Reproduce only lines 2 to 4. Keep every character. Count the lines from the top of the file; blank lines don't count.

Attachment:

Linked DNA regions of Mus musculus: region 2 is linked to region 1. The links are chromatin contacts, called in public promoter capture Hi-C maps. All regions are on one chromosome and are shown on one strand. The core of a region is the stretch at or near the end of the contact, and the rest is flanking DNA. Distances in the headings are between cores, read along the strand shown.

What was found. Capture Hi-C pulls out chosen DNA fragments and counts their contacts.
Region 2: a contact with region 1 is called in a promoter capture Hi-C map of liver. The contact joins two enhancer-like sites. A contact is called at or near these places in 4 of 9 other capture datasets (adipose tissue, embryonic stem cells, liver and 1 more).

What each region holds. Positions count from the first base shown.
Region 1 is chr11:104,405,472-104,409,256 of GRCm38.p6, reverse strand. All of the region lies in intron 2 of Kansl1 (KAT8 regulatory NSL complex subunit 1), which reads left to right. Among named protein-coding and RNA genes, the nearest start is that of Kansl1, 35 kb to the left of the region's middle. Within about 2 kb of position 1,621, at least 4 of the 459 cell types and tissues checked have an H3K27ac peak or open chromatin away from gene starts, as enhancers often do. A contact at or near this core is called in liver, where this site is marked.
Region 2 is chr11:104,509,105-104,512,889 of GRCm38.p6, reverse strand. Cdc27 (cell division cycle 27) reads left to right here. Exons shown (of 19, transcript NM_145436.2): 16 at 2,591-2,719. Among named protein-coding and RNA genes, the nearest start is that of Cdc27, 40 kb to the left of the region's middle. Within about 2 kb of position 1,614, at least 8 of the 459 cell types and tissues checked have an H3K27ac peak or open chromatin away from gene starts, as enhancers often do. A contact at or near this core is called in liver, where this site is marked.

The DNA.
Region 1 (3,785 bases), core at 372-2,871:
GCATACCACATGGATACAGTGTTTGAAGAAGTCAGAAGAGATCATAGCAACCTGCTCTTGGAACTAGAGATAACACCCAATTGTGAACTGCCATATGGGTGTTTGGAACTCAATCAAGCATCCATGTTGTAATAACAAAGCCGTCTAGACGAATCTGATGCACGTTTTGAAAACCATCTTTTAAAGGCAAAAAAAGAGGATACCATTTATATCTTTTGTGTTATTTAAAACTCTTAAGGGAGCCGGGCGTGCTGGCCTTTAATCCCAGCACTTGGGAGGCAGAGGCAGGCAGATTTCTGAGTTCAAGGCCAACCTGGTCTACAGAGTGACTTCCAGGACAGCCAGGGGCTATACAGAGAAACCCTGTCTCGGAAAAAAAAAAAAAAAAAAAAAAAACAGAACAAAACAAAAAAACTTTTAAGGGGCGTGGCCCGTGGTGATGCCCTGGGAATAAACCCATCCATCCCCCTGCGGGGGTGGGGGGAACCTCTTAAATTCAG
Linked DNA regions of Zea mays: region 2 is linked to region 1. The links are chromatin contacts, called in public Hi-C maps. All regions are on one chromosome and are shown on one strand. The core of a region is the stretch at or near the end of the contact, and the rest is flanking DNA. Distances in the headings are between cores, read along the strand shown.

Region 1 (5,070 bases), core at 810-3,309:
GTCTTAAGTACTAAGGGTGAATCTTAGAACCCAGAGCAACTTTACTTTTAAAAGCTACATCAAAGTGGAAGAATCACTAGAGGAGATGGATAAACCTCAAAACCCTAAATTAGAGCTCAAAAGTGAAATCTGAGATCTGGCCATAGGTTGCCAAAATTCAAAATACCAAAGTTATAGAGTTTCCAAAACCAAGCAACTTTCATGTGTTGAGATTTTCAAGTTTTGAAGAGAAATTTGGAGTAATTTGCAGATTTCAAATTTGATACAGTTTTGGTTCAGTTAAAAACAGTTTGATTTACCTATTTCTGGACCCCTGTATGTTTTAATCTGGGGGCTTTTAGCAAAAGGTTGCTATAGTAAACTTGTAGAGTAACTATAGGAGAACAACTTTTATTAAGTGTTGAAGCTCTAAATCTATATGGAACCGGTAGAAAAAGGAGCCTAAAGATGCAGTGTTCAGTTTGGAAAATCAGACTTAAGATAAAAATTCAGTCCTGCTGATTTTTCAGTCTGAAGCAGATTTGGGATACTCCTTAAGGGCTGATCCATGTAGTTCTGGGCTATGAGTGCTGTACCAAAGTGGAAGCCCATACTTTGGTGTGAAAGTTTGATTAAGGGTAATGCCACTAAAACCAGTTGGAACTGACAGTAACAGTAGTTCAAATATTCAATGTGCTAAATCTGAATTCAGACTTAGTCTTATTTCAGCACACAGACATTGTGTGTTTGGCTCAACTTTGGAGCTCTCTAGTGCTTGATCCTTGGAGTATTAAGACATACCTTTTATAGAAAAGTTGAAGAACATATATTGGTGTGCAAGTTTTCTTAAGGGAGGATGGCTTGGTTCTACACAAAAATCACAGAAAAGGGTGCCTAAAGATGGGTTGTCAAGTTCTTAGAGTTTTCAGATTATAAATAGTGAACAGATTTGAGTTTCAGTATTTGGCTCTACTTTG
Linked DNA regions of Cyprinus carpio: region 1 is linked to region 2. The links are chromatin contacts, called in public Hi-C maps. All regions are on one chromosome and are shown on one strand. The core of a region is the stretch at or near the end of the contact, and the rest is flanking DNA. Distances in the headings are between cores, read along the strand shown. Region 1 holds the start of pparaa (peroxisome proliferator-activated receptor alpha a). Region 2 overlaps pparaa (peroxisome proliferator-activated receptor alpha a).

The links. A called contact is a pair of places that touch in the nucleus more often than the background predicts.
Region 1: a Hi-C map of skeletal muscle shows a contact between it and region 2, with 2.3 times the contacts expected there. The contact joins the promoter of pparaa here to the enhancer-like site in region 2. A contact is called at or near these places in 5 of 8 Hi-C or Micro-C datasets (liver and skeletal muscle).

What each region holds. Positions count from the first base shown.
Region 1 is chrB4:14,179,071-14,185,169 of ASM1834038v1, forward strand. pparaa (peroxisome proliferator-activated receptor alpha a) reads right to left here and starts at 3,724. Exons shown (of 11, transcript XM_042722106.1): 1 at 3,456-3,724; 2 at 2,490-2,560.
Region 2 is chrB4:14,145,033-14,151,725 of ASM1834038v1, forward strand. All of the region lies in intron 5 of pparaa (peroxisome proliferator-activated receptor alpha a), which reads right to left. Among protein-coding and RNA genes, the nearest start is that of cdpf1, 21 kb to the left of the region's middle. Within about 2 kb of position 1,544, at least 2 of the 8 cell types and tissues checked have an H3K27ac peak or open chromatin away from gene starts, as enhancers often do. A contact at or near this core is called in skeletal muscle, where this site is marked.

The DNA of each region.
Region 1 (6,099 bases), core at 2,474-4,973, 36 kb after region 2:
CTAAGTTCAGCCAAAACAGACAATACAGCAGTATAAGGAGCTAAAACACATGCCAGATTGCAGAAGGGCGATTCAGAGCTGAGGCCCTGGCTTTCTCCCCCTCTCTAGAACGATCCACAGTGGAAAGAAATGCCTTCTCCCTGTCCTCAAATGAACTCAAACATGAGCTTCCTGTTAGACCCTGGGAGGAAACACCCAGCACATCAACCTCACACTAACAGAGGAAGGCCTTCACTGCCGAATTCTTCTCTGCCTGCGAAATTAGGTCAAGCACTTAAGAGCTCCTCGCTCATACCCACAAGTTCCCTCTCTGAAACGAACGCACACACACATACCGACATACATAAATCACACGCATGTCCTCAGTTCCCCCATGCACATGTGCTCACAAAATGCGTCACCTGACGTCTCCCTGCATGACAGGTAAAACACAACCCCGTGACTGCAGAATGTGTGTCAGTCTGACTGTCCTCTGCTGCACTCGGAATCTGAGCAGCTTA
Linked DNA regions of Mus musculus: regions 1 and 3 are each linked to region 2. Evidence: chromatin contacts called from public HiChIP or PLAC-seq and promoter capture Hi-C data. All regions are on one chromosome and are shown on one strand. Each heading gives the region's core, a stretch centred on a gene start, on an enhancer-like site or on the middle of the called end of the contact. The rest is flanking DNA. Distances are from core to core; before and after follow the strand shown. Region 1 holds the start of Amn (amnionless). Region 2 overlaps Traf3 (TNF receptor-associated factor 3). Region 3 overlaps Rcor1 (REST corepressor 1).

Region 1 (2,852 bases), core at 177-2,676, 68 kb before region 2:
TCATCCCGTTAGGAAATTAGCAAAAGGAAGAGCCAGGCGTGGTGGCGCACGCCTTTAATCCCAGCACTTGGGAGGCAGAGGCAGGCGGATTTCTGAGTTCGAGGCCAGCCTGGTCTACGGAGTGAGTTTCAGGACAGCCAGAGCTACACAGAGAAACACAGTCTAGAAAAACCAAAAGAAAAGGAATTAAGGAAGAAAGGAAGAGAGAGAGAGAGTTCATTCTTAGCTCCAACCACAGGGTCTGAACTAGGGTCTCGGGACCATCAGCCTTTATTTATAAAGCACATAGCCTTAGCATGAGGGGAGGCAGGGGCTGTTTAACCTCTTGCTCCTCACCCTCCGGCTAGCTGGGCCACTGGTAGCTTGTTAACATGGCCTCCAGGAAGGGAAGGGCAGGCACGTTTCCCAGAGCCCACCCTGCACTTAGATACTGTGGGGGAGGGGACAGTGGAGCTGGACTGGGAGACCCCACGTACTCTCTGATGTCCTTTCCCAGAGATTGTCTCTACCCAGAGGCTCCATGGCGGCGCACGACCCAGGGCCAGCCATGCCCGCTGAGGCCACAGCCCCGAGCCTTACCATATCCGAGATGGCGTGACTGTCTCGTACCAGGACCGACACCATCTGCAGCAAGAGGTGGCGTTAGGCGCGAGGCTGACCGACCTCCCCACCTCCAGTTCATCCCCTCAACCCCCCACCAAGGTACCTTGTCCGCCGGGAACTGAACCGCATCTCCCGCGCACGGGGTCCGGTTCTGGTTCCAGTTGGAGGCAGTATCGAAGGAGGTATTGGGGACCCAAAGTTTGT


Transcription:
What was found. Capture Hi-C pulls out chosen DNA fragments and counts their contacts.
Region 2: a contact with region 1 is called in a promoter capture Hi-C map of liver. The contact joins two enhancer-like sites. A contact is called at or near these places in 4 of 9 other capture datasets (adipose tissue, embryonic stem cells, liver and 1 more).

What each region holds. Positions count from the first base shown.